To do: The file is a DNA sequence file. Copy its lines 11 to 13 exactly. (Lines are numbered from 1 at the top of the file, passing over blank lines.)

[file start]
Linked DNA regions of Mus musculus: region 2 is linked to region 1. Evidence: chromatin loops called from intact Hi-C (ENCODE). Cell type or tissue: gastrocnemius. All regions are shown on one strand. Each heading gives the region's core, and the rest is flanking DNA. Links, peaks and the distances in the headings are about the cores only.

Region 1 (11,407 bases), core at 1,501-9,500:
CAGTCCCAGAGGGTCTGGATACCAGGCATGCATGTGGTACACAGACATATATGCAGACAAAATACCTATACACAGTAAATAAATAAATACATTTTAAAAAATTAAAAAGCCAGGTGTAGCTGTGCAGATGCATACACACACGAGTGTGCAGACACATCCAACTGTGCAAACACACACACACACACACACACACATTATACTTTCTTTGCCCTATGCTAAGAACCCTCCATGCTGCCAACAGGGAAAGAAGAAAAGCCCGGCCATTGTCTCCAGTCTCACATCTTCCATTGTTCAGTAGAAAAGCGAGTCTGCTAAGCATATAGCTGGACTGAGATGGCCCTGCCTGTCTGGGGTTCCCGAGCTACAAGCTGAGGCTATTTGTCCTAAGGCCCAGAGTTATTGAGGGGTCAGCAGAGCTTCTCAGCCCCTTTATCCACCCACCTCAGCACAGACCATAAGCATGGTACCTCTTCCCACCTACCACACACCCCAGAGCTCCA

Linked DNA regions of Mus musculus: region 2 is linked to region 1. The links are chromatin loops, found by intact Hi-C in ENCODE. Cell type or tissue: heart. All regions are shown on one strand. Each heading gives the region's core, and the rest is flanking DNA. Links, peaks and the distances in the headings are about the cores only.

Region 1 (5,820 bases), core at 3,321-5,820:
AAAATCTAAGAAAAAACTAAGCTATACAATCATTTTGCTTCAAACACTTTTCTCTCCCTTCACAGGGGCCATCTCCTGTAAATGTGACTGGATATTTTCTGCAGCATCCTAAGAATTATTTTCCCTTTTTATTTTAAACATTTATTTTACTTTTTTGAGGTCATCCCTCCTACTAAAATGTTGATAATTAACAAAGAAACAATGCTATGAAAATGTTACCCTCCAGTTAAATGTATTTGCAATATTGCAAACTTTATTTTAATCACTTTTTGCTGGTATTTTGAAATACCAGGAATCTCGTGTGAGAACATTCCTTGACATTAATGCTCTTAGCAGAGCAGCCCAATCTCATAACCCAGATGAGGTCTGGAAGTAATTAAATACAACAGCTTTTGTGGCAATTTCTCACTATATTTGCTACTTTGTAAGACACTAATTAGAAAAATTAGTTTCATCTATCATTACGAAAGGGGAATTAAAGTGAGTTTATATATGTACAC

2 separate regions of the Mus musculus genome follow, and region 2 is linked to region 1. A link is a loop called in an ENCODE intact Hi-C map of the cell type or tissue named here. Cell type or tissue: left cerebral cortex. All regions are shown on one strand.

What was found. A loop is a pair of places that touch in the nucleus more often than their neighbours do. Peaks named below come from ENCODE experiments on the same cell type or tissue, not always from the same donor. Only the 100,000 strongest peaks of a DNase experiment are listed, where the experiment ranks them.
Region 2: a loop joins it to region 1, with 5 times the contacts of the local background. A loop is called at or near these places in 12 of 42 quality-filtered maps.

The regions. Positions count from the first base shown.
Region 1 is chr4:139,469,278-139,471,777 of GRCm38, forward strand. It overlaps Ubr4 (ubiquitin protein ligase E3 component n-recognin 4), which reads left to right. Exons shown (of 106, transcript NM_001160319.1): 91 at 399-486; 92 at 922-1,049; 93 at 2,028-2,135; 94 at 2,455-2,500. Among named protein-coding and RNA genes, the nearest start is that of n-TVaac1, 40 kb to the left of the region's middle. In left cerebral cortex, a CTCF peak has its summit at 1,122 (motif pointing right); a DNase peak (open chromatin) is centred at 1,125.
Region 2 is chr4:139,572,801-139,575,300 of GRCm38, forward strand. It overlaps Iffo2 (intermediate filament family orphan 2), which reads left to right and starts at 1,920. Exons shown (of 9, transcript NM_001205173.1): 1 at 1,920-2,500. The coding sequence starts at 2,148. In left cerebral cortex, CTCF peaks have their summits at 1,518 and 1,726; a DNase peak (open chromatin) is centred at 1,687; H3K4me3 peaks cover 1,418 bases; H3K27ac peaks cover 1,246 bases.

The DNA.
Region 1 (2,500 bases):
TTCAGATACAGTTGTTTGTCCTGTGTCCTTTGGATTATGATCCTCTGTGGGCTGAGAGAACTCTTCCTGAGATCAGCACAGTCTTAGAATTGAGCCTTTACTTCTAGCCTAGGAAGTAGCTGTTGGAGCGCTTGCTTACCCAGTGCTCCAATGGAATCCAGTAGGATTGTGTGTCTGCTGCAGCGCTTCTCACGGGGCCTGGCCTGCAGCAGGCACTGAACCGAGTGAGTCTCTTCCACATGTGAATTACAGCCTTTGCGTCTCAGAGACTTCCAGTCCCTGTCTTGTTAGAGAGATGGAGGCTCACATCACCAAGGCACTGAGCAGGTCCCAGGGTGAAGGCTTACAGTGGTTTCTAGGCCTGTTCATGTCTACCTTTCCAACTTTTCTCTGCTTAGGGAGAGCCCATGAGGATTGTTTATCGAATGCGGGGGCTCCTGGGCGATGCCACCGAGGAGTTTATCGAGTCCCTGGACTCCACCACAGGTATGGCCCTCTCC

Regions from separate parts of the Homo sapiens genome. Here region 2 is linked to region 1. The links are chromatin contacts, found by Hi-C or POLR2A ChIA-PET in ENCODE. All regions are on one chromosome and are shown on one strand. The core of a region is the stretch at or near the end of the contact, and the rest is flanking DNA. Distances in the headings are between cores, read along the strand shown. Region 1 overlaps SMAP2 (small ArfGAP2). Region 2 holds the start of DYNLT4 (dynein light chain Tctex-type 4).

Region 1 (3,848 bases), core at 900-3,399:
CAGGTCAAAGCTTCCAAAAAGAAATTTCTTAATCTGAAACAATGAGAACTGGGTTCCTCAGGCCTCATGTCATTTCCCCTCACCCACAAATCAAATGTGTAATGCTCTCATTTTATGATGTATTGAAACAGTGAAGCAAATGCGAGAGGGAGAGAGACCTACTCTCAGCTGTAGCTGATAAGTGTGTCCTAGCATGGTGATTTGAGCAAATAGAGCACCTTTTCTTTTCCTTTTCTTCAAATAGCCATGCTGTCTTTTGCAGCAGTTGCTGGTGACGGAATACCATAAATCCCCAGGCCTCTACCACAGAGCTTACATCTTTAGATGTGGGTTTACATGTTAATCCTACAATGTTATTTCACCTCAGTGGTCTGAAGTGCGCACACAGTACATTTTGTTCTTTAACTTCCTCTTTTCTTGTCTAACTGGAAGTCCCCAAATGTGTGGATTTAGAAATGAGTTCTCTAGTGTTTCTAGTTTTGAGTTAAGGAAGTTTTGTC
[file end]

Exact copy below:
Region 1 is chr4:139,469,278-139,471,777 of GRCm38, forward strand. It overlaps Ubr4 (ubiquitin protein ligase E3 component n-recognin 4), which reads left to right. Exons shown (of 106, transcript NM_001160319.1): 91 at 399-486; 92 at 922-1,049; 93 at 2,028-2,135; 94 at 2,455-2,500. Among named protein-coding and RNA genes, the nearest start is that of n-TVaac1, 40 kb to the left of the region's middle. In left cerebral cortex, a CTCF peak has its summit at 1,122 (motif pointing right); a DNase peak (open chromatin) is centred at 1,125.
Region 2 is chr4:139,572,801-139,575,300 of GRCm38, forward strand. It overlaps Iffo2 (intermediate filament family orphan 2), which reads left to right and starts at 1,920. Exons shown (of 9, transcript NM_001205173.1): 1 at 1,920-2,500. The coding sequence starts at 2,148. In left cerebral cortex, CTCF peaks have their summits at 1,518 and 1,726; a DNase peak (open chromatin) is centred at 1,687; H3K4me3 peaks cover 1,418 bases; H3K27ac peaks cover 1,246 bases.

The DNA.